Tuesday, August 29, 2006


In between dropping Caitlin off for her first day of school and picking her up at the end of the day there was another story. (Yes, I'm going to post the end of day pics here, too.)

We got a chance to meet with the "experienced moms" for a Q&A period. I wanted to know if they had a gifted and talented program, how soon they test for it and what were they going to do with my kid in the meantime (to keep her from being bored) since Caitlin is very advanced on reading. Now, when I say very advanced, I mean that she's really good at reading. She loves to read. She loves books. She gets in trouble in order to continue reading when she's supposed to be sleeping! She sneaks out of her room, goes into the bathroom, locks the door and reads with the night light. She sneaks out into the hallway to read by the living room light. She reads while we're driving. She wants to read instead of eating and is now trying to read while walking. My kid, she is a reader! Yes, it is genetic!

So, in our estimation, she appeared to be reading anywhere from the 3rd to the 5th grade level. This, in a 5 year old, is undeniably advanced. I didn't want her to be bored hanging with the kids that were still working on sounding out letters or working on "See Spot run." She will be disruptive. I know it. I know my child. I didn't expect the school officials to tell me that of course they were going to put her into the G&T program as soon as possible. I expected to be told that she'd need to be tested and that they would look after her. You know, be reassuring. I didn't expect to be blown off and essentially told "All of the children here are special!", meaning that none of the children are. I expected to be taken seriously. I was pissed when I wasn't and tried hard to not eviscerate the school official. I pointed out, as calmly as I could, that I appreciate that they probably hear this song all the time. However, this is me the individual telling you what I am concerned about and I expect an appropriate response. I left angry, but determined that I would work the issue out somehow.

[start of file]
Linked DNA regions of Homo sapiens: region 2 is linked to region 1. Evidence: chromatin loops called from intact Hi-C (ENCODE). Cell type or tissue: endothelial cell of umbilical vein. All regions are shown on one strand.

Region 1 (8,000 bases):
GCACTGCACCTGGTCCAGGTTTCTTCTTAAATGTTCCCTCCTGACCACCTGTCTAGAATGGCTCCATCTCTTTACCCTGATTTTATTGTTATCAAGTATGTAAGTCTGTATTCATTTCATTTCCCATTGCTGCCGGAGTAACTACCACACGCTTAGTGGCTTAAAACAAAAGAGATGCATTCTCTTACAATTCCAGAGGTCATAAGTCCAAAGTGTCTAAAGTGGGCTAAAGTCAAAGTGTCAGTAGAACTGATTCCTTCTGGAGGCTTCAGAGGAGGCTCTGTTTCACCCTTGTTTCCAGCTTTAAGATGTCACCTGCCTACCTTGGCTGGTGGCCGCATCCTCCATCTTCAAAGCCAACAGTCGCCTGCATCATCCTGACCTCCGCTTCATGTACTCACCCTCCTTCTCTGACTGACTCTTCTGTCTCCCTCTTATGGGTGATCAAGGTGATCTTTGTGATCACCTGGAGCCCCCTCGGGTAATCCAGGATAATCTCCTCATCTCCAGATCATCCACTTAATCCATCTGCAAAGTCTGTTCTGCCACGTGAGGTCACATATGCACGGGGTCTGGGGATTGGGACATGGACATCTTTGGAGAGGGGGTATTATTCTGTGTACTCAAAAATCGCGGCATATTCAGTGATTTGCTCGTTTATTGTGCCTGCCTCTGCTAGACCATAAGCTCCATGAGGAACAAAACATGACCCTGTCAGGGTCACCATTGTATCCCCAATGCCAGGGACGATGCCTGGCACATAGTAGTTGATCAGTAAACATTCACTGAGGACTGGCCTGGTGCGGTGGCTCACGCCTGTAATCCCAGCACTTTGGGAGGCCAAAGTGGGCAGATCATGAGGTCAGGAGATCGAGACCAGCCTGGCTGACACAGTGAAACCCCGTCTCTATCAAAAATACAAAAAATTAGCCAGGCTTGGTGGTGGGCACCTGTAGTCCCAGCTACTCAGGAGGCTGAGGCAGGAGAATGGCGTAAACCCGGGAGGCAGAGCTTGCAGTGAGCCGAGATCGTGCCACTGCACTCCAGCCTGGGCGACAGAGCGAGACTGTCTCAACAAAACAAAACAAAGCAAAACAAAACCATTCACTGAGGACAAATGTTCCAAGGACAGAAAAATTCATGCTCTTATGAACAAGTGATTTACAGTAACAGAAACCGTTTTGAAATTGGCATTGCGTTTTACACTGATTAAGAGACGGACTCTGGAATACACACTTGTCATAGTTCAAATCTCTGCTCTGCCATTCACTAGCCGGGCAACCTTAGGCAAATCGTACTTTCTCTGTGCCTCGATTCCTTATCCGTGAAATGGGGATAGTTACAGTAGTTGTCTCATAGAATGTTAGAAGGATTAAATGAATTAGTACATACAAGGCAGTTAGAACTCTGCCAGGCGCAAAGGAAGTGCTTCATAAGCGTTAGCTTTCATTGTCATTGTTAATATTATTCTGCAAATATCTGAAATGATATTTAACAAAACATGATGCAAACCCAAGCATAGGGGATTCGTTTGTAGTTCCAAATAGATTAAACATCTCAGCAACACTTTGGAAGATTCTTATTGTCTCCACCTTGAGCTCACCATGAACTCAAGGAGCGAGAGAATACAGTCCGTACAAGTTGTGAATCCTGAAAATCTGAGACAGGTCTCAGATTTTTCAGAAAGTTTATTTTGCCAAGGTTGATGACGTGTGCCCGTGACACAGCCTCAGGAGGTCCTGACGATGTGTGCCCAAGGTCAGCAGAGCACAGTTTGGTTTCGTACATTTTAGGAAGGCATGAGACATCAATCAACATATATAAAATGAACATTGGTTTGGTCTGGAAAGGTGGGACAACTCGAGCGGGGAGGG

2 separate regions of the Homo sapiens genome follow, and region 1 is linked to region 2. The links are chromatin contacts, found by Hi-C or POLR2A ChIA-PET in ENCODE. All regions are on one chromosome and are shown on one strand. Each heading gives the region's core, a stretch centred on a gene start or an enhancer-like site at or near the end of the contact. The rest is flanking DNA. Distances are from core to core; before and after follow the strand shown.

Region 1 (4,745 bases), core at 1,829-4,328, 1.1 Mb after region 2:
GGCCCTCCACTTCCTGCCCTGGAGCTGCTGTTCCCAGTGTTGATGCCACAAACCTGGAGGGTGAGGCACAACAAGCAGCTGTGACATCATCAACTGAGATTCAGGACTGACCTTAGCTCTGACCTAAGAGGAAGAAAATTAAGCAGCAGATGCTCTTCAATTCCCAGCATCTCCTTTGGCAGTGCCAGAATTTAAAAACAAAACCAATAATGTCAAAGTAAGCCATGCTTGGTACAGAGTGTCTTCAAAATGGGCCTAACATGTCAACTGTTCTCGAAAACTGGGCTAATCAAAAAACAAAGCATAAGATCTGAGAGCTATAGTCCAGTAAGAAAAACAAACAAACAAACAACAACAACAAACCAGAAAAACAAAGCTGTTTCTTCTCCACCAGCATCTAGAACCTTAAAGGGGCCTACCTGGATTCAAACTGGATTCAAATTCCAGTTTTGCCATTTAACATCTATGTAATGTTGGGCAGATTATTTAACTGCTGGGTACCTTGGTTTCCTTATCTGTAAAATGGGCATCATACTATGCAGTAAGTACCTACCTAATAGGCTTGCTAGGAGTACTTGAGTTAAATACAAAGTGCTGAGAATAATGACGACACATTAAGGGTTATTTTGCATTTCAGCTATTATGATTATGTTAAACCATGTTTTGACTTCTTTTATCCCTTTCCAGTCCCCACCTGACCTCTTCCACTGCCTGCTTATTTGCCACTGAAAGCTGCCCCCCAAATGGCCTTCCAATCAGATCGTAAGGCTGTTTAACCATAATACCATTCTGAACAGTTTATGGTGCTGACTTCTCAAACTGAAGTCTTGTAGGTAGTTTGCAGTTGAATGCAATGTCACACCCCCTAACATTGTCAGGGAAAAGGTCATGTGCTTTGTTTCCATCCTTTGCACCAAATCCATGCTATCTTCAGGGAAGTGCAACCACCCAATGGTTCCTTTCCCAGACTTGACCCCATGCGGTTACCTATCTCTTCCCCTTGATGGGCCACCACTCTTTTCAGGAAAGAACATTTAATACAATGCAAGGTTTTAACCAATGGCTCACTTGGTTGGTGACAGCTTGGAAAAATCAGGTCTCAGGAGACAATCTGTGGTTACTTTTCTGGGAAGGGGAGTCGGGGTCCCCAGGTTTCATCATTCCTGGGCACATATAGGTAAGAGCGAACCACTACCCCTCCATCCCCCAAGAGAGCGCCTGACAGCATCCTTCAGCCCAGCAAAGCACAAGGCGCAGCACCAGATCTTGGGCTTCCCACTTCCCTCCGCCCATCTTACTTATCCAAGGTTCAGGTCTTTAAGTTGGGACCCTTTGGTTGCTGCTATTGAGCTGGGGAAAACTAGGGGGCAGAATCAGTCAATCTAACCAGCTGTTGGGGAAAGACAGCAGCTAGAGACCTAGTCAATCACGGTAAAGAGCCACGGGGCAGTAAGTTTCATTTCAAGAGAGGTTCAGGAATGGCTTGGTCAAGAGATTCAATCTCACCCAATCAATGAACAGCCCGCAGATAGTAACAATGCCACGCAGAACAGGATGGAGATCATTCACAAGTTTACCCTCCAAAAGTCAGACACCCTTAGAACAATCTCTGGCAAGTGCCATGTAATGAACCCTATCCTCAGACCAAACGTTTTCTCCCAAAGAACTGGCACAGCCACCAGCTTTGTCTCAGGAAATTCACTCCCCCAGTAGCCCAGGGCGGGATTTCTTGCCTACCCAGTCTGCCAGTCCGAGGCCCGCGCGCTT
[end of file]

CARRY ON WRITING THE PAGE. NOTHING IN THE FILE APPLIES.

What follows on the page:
Fortunately, later that day, the school official apologized to Eric (note: not to me) and said they would take care of Caitlin.

The new news is this: the school official came to me today and told me they did a little preliminary testing of Caitlin.

Oh, really? How interesting.

Would it be possible to switch her to the morning kindergarden class and the afternoon Kindercare class?

Absolutely, says I. Why?

Well, says the official with a funny tone in his voice, it looks like Caitlin is reading at the 3rd or 4th grade level and is "decoding" at the 5th to 6th grade level.

Ah hah, says I. What does this "decoding" mean?

This means she breaks down words into their component parts to understand and/or pronounce the word like a 5th or 6th grader.

Ahhh, says I. That's very interesting. We would be glad to switch to the morning classes. What, exactly, is the difference?

Well, the morning classes have access to the advanced reading circles/materials.

Sounds lovely. Sign us up!

Caitlin starts tomorrow.

And that feeling inside? That feeling tickling the cockles of my heart? That would be smug vindication. Ayup. Don't mess with me on the topic of my kid! How could I possibly be mistaken about how well my kid reads? See this picture?

This was taken last August (I think there are six in the bed with her). She loves books. A lot. Now we just need to see where that love takes us!


1 comment:

Scylla said...

Yeah, they should really listen to parents when they speak. There is no reason to keep a heavy reader in with beginning readers.

Yay for vindication!

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